As every business knows, it’s important to keep company records as part of a business practice and liability. How long you keep these records will depend on the type of business you run and the type of records you keep.
What Records Should Your Business Keep?
Your business should keep company, financial and accounting records for at least 6 months from the end of the last financial year. In general, you should retain any records that you received that are needed to complete your Company Tax Returns or Self Assessment Tax Returns. The type of records that you keep depends on the type of business that you have – read on for more information.
How Long to Keep Self Employed Records
Firstly, let’s look at the records that self employed sole traders should keep:
- Sales and income
- Self-employed expenses
- VAT records (if you’re VAT registered)
- PAYE records if you have employees
- Details of personal income
You need to keep your records for a minimum of 5 years after the 31st January deadline of the relevant tax year. This includes all sales documentation, business expenses, personal income, VAT and PAYE information (if relevant), purchase invoices and money paid into and withdrawn from your business. What’s more, if you have received a government grant you will need to retain this documentation for 4 years from the date of receiving the grant.
How Long to Keep Limited Company Records
Limited Company directors have more responsibility with record keeping due to the complex legal structure. As a minimum, you need to keep your records for 6 years from the end of the last company year that they relate to.
Not only do you need to keep financial records, but you will also need to keep more records, such as:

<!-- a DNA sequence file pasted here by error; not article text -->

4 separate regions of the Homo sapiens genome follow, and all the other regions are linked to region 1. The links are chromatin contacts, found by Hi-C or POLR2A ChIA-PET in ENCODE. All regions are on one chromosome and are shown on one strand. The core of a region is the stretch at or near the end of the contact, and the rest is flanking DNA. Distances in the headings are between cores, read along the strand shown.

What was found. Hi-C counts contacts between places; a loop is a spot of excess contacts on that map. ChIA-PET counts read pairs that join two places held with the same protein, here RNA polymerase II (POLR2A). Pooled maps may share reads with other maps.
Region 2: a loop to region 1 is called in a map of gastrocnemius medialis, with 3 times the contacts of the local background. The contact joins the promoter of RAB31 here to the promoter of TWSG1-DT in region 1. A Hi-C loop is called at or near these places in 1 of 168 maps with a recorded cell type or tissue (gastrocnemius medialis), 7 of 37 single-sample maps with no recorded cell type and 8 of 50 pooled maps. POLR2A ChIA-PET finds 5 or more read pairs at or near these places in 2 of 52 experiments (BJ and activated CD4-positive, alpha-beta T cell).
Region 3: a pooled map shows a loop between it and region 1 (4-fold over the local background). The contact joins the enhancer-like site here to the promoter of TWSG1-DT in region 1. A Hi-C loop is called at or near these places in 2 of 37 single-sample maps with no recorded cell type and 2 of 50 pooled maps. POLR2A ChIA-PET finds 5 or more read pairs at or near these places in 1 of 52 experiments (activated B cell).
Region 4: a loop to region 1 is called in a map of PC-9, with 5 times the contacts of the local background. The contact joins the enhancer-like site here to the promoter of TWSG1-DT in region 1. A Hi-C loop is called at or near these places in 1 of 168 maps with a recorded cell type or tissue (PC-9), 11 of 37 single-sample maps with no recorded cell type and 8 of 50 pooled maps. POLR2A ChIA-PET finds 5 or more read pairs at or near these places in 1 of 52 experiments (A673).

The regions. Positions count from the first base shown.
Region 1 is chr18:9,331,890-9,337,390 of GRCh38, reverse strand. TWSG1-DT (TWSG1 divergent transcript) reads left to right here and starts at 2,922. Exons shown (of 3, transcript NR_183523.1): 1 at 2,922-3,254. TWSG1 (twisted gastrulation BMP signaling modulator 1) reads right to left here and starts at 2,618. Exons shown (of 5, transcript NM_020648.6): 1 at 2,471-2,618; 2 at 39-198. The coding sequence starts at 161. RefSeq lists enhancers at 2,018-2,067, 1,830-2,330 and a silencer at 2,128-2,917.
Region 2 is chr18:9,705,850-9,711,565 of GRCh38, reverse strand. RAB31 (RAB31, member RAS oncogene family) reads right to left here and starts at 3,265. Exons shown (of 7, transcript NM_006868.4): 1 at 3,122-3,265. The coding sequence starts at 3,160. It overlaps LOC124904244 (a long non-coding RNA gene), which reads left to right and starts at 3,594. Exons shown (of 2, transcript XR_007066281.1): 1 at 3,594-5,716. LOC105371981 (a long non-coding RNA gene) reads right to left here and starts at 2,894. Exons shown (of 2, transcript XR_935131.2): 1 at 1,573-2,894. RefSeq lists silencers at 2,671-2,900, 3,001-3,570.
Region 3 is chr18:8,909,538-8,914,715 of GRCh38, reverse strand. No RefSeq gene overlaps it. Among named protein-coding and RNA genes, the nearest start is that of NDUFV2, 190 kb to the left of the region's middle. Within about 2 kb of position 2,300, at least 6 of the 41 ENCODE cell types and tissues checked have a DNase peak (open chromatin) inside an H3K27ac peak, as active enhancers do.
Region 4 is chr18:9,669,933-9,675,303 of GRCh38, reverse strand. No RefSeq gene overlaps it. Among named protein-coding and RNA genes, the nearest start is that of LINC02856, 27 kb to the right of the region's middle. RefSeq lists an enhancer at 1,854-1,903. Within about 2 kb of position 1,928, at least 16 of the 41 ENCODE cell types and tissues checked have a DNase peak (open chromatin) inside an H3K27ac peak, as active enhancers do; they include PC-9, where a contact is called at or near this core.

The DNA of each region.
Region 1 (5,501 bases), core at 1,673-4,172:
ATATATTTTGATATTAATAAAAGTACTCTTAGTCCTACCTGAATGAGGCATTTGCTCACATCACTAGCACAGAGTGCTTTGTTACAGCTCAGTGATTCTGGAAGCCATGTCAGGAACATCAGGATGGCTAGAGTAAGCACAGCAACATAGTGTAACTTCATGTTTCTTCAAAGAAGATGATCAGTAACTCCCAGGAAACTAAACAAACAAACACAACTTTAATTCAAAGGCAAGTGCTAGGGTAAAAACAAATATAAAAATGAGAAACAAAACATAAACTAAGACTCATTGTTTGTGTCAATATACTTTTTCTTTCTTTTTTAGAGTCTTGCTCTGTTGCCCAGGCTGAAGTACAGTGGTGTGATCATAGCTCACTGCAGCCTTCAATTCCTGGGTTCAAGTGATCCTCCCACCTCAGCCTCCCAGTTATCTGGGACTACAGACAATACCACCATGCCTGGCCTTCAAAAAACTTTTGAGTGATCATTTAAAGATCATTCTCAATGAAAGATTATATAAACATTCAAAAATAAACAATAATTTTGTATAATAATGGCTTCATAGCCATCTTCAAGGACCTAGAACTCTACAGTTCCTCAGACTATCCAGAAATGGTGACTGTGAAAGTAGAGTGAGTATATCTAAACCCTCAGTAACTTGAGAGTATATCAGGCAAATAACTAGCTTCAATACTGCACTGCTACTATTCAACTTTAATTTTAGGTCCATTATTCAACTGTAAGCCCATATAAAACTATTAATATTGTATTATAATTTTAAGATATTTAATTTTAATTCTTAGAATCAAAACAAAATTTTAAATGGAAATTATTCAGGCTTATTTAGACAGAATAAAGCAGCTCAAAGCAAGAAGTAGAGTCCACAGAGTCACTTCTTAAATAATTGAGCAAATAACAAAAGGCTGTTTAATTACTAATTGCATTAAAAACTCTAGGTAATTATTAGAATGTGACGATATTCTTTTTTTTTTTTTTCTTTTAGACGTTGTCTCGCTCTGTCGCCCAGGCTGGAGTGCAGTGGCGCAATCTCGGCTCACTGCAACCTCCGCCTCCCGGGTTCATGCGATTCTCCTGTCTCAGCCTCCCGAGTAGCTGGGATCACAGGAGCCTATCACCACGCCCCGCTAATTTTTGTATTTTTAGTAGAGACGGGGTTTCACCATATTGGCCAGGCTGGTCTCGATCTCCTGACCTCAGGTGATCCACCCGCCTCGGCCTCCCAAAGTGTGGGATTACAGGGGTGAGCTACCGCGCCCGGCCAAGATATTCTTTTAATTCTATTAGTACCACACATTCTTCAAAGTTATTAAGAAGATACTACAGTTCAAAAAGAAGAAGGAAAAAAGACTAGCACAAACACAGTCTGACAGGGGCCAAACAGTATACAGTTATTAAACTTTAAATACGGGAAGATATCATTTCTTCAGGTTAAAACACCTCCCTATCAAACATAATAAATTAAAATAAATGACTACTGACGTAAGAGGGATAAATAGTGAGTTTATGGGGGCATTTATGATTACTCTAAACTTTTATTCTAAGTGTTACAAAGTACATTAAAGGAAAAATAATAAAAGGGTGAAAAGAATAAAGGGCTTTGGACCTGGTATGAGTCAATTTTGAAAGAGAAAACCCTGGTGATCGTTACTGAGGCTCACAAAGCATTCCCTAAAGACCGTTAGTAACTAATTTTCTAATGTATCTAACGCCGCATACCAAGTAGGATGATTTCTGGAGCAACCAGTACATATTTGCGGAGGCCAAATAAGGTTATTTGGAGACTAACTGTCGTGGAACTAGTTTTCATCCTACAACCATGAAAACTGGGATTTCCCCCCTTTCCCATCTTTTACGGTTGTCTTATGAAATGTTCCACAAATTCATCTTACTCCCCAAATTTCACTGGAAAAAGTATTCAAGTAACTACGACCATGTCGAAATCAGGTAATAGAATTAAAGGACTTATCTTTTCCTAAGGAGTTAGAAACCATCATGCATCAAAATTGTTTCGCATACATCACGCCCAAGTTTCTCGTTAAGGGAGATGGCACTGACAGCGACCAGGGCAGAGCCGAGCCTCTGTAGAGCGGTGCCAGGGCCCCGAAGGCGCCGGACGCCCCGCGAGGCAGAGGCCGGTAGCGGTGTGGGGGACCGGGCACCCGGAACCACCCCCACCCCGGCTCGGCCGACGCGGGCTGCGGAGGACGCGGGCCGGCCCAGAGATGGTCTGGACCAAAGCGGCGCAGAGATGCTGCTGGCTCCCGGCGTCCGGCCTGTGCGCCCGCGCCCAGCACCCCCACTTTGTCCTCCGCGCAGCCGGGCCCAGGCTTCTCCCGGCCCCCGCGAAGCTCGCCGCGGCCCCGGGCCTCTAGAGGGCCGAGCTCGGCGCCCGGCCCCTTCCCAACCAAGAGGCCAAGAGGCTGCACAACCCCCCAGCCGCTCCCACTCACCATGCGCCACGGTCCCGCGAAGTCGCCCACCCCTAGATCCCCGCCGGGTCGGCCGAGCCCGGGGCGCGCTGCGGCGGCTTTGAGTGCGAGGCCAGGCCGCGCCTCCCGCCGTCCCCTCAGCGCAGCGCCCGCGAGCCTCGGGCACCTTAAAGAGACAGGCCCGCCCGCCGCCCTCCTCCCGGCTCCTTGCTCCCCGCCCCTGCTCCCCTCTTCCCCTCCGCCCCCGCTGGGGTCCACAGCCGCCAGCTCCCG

- Directors, shareholders and company secretaries
- Loans and mortgages against the company’s assets
- Shareholder votes
- Transactions when people buy shares
- Assets owned
- Stock the company owns at the end of the financial year
- Tax reliefs and reductions
It is important to note that if you don’t keep your records in the same place as your registered address, you must inform Companies House.
There are a few circumstances where you would need to keep records for longer than the minimum 6 years, if:
- Records show a transaction covering more than one of the company’s accounting periods
- The company has bought something that should last more than six years such as machinery
- Minutes of board meetings
- You submitted the company tax return late
- HMRC is investigating your company tax return
What About PAYE Records?
PAYE records relate to tax codes, payments to employees, payments to HMRC, details of employee leave and sickness, NICs and taxable benefits & expenses. You must keep PAYE records for 3 years from the end of the tax year to which they relate.
Record Keeping Penalties
If your business fails to keep the correct records, you could be fined up to £3,000 or you may be disqualified as a company director. If any records are lost, destroyed or stolen you must inform HMRC – who may request that you recreate the documents.
Record Keeping Support
It can be difficult to keep track of your records, and, therefore, we recommend that you seek expert advice to help your business avoid fines and penalties. We are specialist accountants who can help your business stay compliant and increase efficiency. Contact our experts today to see how we can help.